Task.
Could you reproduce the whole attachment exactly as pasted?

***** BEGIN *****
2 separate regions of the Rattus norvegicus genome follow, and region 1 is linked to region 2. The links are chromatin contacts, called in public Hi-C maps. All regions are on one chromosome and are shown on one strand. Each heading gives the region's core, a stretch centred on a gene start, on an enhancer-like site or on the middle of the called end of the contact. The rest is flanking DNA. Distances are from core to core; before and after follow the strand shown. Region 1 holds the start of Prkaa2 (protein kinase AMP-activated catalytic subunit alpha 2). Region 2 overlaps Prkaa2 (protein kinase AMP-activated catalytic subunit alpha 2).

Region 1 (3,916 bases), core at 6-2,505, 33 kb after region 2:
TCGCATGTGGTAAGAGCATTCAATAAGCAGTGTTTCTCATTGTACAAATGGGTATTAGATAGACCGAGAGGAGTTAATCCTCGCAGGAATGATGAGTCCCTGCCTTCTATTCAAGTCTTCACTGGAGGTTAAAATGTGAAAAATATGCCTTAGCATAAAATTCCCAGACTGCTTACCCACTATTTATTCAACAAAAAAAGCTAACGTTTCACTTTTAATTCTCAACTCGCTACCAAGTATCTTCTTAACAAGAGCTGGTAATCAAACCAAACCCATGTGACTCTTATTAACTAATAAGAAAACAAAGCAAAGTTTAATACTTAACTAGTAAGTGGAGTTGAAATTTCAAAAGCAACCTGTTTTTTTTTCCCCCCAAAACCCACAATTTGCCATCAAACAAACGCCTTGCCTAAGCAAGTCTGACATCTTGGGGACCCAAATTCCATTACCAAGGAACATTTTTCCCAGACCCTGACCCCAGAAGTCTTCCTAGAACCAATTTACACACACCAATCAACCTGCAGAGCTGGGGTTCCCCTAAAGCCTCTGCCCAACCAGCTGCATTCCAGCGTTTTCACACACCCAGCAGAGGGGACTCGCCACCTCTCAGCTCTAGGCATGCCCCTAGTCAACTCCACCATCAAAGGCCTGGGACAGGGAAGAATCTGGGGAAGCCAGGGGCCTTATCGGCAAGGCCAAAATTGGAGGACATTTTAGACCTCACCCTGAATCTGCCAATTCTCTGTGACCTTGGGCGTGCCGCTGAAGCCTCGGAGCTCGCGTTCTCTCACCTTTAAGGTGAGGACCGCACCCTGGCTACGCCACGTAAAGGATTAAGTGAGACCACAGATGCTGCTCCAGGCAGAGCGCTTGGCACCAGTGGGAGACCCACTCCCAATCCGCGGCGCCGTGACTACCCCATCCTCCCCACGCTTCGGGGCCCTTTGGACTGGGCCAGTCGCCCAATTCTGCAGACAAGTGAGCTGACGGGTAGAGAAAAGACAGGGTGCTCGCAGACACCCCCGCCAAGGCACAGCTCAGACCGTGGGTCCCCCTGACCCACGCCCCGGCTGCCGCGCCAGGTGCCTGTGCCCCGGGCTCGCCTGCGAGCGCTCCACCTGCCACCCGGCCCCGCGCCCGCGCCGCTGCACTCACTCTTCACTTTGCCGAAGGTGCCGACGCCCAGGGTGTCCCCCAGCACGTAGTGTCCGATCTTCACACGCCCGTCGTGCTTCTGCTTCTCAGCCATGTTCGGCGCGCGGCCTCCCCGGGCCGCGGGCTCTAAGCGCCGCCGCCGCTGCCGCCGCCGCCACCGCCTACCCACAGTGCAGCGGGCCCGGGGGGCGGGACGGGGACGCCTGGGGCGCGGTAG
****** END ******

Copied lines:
2 separate regions of the Rattus norvegicus genome follow, and region 1 is linked to region 2. The links are chromatin contacts, called in public Hi-C maps. All regions are on one chromosome and are shown on one strand. Each heading gives the region's core, a stretch centred on a gene start, on an enhancer-like site or on the middle of the called end of the contact. The rest is flanking DNA. Distances are from core to core; before and after follow the strand shown. Region 1 holds the start of Prkaa2 (protein kinase AMP-activated catalytic subunit alpha 2). Region 2 overlaps Prkaa2 (protein kinase AMP-activated catalytic subunit alpha 2).

Region 1 (3,916 bases), core at 6-2,505, 33 kb after region 2:
TCGCATGTGGTAAGAGCATTCAATAAGCAGTGTTTCTCATTGTACAAATGGGTATTAGATAGACCGAGAGGAGTTAATCCTCGCAGGAATGATGAGTCCCTGCCTTCTATTCAAGTCTTCACTGGAGGTTAAAATGTGAAAAATATGCCTTAGCATAAAATTCCCAGACTGCTTACCCACTATTTATTCAACAAAAAAAGCTAACGTTTCACTTTTAATTCTCAACTCGCTACCAAGTATCTTCTTAACAAGAGCTGGTAATCAAACCAAACCCATGTGACTCTTATTAACTAATAAGAAAACAAAGCAAAGTTTAATACTTAACTAGTAAGTGGAGTTGAAATTTCAAAAGCAACCTGTTTTTTTTTCCCCCCAAAACCCACAATTTGCCATCAAACAAACGCCTTGCCTAAGCAAGTCTGACATCTTGGGGACCCAAATTCCATTACCAAGGAACATTTTTCCCAGACCCTGACCCCAGAAGTCTTCCTAGAACCAATTTACACACACCAATCAACCTGCAGAGCTGGGGTTCCCCTAAAGCCTCTGCCCAACCAGCTGCATTCCAGCGTTTTCACACACCCAGCAGAGGGGACTCGCCACCTCTCAGCTCTAGGCATGCCCCTAGTCAACTCCACCATCAAAGGCCTGGGACAGGGAAGAATCTGGGGAAGCCAGGGGCCTTATCGGCAAGGCCAAAATTGGAGGACATTTTAGACCTCACCCTGAATCTGCCAATTCTCTGTGACCTTGGGCGTGCCGCTGAAGCCTCGGAGCTCGCGTTCTCTCACCTTTAAGGTGAGGACCGCACCCTGGCTACGCCACGTAAAGGATTAAGTGAGACCACAGATGCTGCTCCAGGCAGAGCGCTTGGCACCAGTGGGAGACCCACTCCCAATCCGCGGCGCCGTGACTACCCCATCCTCCCCACGCTTCGGGGCCCTTTGGACTGGGCCAGTCGCCCAATTCTGCAGACAAGTGAGCTGACGGGTAGAGAAAAGACAGGGTGCTCGCAGACACCCCCGCCAAGGCACAGCTCAGACCGTGGGTCCCCCTGACCCACGCCCCGGCTGCCGCGCCAGGTGCCTGTGCCCCGGGCTCGCCTGCGAGCGCTCCACCTGCCACCCGGCCCCGCGCCCGCGCCGCTGCACTCACTCTTCACTTTGCCGAAGGTGCCGACGCCCAGGGTGTCCCCCAGCACGTAGTGTCCGATCTTCACACGCCCGTCGTGCTTCTGCTTCTCAGCCATGTTCGGCGCGCGGCCTCCCCGGGCCGCGGGCTCTAAGCGCCGCCGCCGCTGCCGCCGCCGCCACCGCCTACCCACAGTGCAGCGGGCCCGGGGGGCGGGACGGGGACGCCTGGGGCGCGGTAG